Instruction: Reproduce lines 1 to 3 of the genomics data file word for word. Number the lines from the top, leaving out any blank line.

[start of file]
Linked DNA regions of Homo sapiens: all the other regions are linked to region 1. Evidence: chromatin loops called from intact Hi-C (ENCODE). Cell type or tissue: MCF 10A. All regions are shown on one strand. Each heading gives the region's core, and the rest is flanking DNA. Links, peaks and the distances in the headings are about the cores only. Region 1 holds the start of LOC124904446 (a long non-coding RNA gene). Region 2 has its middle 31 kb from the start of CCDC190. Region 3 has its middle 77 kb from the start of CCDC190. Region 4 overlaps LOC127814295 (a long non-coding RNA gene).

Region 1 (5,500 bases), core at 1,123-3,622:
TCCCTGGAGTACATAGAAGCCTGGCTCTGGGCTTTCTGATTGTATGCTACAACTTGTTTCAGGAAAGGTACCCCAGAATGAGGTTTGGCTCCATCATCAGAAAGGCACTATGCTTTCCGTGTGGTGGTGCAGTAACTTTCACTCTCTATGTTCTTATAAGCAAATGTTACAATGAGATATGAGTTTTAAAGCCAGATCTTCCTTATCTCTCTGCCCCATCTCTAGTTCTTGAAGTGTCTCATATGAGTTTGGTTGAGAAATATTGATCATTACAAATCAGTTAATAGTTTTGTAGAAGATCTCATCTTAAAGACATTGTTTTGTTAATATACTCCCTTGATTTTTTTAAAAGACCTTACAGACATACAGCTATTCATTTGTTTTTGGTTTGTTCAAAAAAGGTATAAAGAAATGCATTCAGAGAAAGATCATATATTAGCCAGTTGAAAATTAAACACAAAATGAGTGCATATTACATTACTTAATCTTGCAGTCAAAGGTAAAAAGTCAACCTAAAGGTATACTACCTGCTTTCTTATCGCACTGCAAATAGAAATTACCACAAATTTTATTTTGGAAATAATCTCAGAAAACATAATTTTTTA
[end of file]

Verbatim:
Linked DNA regions of Homo sapiens: all the other regions are linked to region 1. Evidence: chromatin loops called from intact Hi-C (ENCODE). Cell type or tissue: MCF 10A. All regions are shown on one strand. Each heading gives the region's core, and the rest is flanking DNA. Links, peaks and the distances in the headings are about the cores only. Region 1 holds the start of LOC124904446 (a long non-coding RNA gene). Region 2 has its middle 31 kb from the start of CCDC190. Region 3 has its middle 77 kb from the start of CCDC190. Region 4 overlaps LOC127814295 (a long non-coding RNA gene).

Region 1 (5,500 bases), core at 1,123-3,622:
TCCCTGGAGTACATAGAAGCCTGGCTCTGGGCTTTCTGATTGTATGCTACAACTTGTTTCAGGAAAGGTACCCCAGAATGAGGTTTGGCTCCATCATCAGAAAGGCACTATGCTTTCCGTGTGGTGGTGCAGTAACTTTCACTCTCTATGTTCTTATAAGCAAATGTTACAATGAGATATGAGTTTTAAAGCCAGATCTTCCTTATCTCTCTGCCCCATCTCTAGTTCTTGAAGTGTCTCATATGAGTTTGGTTGAGAAATATTGATCATTACAAATCAGTTAATAGTTTTGTAGAAGATCTCATCTTAAAGACATTGTTTTGTTAATATACTCCCTTGATTTTTTTAAAAGACCTTACAGACATACAGCTATTCATTTGTTTTTGGTTTGTTCAAAAAAGGTATAAAGAAATGCATTCAGAGAAAGATCATATATTAGCCAGTTGAAAATTAAACACAAAATGAGTGCATATTACATTACTTAATCTTGCAGTCAAAGGTAAAAAGTCAACCTAAAGGTATACTACCTGCTTTCTTATCGCACTGCAAATAGAAATTACCACAAATTTTATTTTGGAAATAATCTCAGAAAACATAATTTTTTA